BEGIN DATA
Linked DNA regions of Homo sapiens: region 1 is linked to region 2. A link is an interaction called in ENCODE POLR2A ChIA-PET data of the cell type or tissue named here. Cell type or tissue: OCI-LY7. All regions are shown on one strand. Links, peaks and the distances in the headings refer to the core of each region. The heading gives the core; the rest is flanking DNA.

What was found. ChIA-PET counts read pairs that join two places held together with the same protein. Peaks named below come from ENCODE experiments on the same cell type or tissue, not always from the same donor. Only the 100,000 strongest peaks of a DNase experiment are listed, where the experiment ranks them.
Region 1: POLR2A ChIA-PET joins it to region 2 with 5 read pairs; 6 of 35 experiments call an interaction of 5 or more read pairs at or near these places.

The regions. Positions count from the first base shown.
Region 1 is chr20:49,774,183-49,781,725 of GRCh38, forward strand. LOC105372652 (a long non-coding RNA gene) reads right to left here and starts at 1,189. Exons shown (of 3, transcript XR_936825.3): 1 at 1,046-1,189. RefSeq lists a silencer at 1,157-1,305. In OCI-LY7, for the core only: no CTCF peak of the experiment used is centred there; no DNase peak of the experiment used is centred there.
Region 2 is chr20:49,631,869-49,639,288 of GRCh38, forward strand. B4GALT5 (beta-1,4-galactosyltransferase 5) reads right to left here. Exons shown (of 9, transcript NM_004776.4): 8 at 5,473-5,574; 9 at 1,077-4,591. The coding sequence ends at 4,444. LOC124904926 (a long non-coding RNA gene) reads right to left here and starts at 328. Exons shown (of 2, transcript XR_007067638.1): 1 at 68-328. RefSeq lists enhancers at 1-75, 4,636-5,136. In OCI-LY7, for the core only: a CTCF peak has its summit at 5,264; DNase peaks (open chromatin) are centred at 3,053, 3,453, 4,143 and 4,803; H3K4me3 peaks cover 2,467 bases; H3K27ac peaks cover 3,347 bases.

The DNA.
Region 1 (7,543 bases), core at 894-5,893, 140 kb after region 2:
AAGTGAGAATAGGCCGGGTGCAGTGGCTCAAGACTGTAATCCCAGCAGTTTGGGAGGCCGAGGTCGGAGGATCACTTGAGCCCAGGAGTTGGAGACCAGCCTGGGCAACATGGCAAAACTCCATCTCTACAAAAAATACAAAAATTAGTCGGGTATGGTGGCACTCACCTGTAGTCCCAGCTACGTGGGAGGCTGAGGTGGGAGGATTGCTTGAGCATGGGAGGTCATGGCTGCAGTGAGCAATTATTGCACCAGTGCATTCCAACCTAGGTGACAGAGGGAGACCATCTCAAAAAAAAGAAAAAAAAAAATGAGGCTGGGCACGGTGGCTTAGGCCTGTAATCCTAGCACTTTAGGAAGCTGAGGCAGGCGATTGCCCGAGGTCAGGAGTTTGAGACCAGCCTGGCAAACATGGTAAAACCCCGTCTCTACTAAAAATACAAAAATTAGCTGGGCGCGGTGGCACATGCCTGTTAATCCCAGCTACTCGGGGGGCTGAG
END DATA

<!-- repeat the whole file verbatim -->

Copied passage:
Linked DNA regions of Homo sapiens: region 1 is linked to region 2. A link is an interaction called in ENCODE POLR2A ChIA-PET data of the cell type or tissue named here. Cell type or tissue: OCI-LY7. All regions are shown on one strand. Links, peaks and the distances in the headings refer to the core of each region. The heading gives the core; the rest is flanking DNA.

What was found. ChIA-PET counts read pairs that join two places held together with the same protein. Peaks named below come from ENCODE experiments on the same cell type or tissue, not always from the same donor. Only the 100,000 strongest peaks of a DNase experiment are listed, where the experiment ranks them.
Region 1: POLR2A ChIA-PET joins it to region 2 with 5 read pairs; 6 of 35 experiments call an interaction of 5 or more read pairs at or near these places.

The regions. Positions count from the first base shown.
Region 1 is chr20:49,774,183-49,781,725 of GRCh38, forward strand. LOC105372652 (a long non-coding RNA gene) reads right to left here and starts at 1,189. Exons shown (of 3, transcript XR_936825.3): 1 at 1,046-1,189. RefSeq lists a silencer at 1,157-1,305. In OCI-LY7, for the core only: no CTCF peak of the experiment used is centred there; no DNase peak of the experiment used is centred there.
Region 2 is chr20:49,631,869-49,639,288 of GRCh38, forward strand. B4GALT5 (beta-1,4-galactosyltransferase 5) reads right to left here. Exons shown (of 9, transcript NM_004776.4): 8 at 5,473-5,574; 9 at 1,077-4,591. The coding sequence ends at 4,444. LOC124904926 (a long non-coding RNA gene) reads right to left here and starts at 328. Exons shown (of 2, transcript XR_007067638.1): 1 at 68-328. RefSeq lists enhancers at 1-75, 4,636-5,136. In OCI-LY7, for the core only: a CTCF peak has its summit at 5,264; DNase peaks (open chromatin) are centred at 3,053, 3,453, 4,143 and 4,803; H3K4me3 peaks cover 2,467 bases; H3K27ac peaks cover 3,347 bases.

The DNA.
Region 1 (7,543 bases), core at 894-5,893, 140 kb after region 2:
AAGTGAGAATAGGCCGGGTGCAGTGGCTCAAGACTGTAATCCCAGCAGTTTGGGAGGCCGAGGTCGGAGGATCACTTGAGCCCAGGAGTTGGAGACCAGCCTGGGCAACATGGCAAAACTCCATCTCTACAAAAAATACAAAAATTAGTCGGGTATGGTGGCACTCACCTGTAGTCCCAGCTACGTGGGAGGCTGAGGTGGGAGGATTGCTTGAGCATGGGAGGTCATGGCTGCAGTGAGCAATTATTGCACCAGTGCATTCCAACCTAGGTGACAGAGGGAGACCATCTCAAAAAAAAGAAAAAAAAAAATGAGGCTGGGCACGGTGGCTTAGGCCTGTAATCCTAGCACTTTAGGAAGCTGAGGCAGGCGATTGCCCGAGGTCAGGAGTTTGAGACCAGCCTGGCAAACATGGTAAAACCCCGTCTCTACTAAAAATACAAAAATTAGCTGGGCGCGGTGGCACATGCCTGTTAATCCCAGCTACTCGGGGGGCTGAG